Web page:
Sometimes the simplest processor can be the best one for the job. To demonstrate this theory I’ll be covering the legendary SPL (Sound Performance Lab) Transient Designer, which is now available in native plug-in form.
There’s no getting 'round it, this is a simple plug-in. We are looking at a total of three knobs and six buttons here and that makes it sound more complex than it really is! Having said that, don’t let this simplicity fool you, this is an extremely powerful plug-in with a long list of uses.
SPL Transient Designer’s simple interface.
A transient designer is a device that can accentuate or attenuate the attack and sustain phases of just about any sound. This means you can make things sharper, duller, tighter or more energetic just with a few tweaks.
There are other plug-ins on the market (some bundled with DAWs) that do the same job but in reality, the SPL is simply the best. It has been modeled on tried-and-tested hardware devices and their pedigree really shines through.
So without any further chat, let’s take a look at few real world examples of how this thing works…
The Transient Designer's most common use is probably adding punch and impact to drum and percussion parts. Many engineers have used this as their secret weapon over the years and you can see why: it’s just so simple to apply.
By just ramping up the attack control we can immediately exaggerate the initial transient of every hit in our drum part. Even subtle settings go a long way here so go easy, this one doesn't have to be turned up to 11!
The SPL adding attack to our loop.
When adding this attack do be careful with levels, the extra punch can create the occasional spike. You may need to dial down the channel volume level or introduce some mild limiting to keep things under control.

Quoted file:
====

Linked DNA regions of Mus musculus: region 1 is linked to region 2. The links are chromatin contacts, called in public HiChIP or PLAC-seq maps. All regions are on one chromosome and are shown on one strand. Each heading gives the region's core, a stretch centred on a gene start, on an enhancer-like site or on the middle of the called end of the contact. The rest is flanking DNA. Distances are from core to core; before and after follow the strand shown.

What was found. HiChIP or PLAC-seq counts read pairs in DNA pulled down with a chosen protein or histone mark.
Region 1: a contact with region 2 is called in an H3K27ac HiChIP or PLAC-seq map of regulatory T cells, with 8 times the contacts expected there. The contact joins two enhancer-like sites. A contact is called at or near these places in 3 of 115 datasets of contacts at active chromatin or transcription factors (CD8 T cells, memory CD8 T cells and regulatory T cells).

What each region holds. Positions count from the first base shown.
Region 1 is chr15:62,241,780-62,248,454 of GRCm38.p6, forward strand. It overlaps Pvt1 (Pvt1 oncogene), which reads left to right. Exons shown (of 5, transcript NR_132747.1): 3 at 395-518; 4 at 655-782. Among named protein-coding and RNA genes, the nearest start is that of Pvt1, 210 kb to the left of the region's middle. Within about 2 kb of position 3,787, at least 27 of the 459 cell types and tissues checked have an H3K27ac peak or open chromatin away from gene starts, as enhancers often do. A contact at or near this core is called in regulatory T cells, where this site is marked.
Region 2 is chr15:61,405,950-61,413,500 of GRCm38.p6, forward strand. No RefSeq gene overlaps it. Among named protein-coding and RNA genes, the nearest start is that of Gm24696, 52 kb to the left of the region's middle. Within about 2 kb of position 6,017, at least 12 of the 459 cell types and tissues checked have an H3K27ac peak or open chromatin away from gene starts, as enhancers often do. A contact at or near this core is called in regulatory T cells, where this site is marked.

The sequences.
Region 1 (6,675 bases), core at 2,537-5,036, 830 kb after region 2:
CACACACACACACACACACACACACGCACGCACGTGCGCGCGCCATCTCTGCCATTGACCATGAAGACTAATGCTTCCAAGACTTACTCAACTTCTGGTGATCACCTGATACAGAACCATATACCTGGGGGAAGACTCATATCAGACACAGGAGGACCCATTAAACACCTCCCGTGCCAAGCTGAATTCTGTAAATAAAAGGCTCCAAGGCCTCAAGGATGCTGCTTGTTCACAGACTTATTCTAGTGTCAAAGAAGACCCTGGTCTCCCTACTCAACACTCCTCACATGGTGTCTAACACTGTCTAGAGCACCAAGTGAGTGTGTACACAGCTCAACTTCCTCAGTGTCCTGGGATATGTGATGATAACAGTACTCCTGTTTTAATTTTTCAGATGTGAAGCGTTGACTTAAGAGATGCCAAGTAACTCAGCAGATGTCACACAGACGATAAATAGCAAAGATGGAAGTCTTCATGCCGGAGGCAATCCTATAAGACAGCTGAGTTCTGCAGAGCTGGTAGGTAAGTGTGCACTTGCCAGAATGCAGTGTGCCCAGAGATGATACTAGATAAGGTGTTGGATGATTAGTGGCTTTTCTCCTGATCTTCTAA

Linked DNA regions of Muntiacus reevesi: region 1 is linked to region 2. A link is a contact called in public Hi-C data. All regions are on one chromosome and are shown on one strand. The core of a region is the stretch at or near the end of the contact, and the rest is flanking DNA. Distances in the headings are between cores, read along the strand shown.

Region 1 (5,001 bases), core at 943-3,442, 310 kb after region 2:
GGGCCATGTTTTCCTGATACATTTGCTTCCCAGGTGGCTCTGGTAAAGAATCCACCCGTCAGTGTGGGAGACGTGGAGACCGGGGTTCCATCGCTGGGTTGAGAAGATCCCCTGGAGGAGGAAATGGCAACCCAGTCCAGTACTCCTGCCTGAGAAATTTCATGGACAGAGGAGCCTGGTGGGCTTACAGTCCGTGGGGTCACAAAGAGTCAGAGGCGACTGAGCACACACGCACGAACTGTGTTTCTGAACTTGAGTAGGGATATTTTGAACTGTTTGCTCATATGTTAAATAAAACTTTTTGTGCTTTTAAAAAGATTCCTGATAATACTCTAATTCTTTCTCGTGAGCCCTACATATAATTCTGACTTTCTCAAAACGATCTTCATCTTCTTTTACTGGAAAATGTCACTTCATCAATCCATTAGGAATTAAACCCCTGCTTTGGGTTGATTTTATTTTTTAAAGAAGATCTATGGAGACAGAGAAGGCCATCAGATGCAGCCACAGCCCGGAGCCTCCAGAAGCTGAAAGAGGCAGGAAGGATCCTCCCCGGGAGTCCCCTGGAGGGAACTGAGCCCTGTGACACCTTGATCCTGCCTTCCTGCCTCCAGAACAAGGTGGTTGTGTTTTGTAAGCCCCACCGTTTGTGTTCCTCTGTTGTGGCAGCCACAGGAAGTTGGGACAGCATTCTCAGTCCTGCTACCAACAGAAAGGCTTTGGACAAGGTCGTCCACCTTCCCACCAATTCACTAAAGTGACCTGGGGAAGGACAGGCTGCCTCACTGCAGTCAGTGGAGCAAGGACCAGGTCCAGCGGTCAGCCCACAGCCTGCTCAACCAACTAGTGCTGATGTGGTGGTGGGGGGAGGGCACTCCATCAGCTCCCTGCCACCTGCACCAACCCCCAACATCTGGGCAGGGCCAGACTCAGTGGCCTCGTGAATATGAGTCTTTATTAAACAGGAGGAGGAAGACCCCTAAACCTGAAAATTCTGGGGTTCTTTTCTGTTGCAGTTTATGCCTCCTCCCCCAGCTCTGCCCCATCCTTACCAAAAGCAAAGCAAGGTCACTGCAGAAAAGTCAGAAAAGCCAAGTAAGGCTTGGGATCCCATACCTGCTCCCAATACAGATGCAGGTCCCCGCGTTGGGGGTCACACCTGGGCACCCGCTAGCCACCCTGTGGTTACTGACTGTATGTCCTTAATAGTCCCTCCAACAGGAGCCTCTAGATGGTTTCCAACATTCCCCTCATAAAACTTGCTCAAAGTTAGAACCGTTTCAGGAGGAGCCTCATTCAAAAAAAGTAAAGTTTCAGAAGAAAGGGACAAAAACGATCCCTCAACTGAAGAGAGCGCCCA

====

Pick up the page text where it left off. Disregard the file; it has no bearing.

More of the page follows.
A guitar loop with no attack added:
The same loop with the attack amplified:
For this example let’s say your audio seems to be lacking a little something and you want to add extra energy. You can add extra attitude to the mix by simply dialing in a good amount of sustain.
This will do a few things but essentially the sustain and release phase of each transient event in your sound will be amplified. Guitars will sound fuller, room sound will be increased and drums will ring for longer.
Of course this will reduce dynamic range, increase perceived volume and bring you ever closer to the dynamic signature of noise. However, if you approach this effect with some caution it can be a great way to pump up sounds.
Sustain is added.
Also try adding a little of both attack and release for an even more intense effect.
The untreated guitar loop:
The same guitar with added sustain from the SPL (noticeable towards the end of the loop):
Another very common use for transient designers is to actually reduce the amount of sustain and therefore tighten up grooves and loops. This will reduce the sustain and release phase of each sound, making them ring out less and appear less ‘roomy’.
Reverb can almost be removed using this method and you can also induce gate-like effects to drums. The end result is much less aggressive than an actual gate though, and far more desirable.
Reducing the sustain also reduces room sound.
The original ‘verby’ loop:
The same loop with reduced sustain:
Check out the SPL website for details on the Transient Designer.
For more on mixing techniques, browse the Audio Genre of the macProVideo.com Video tutorial library.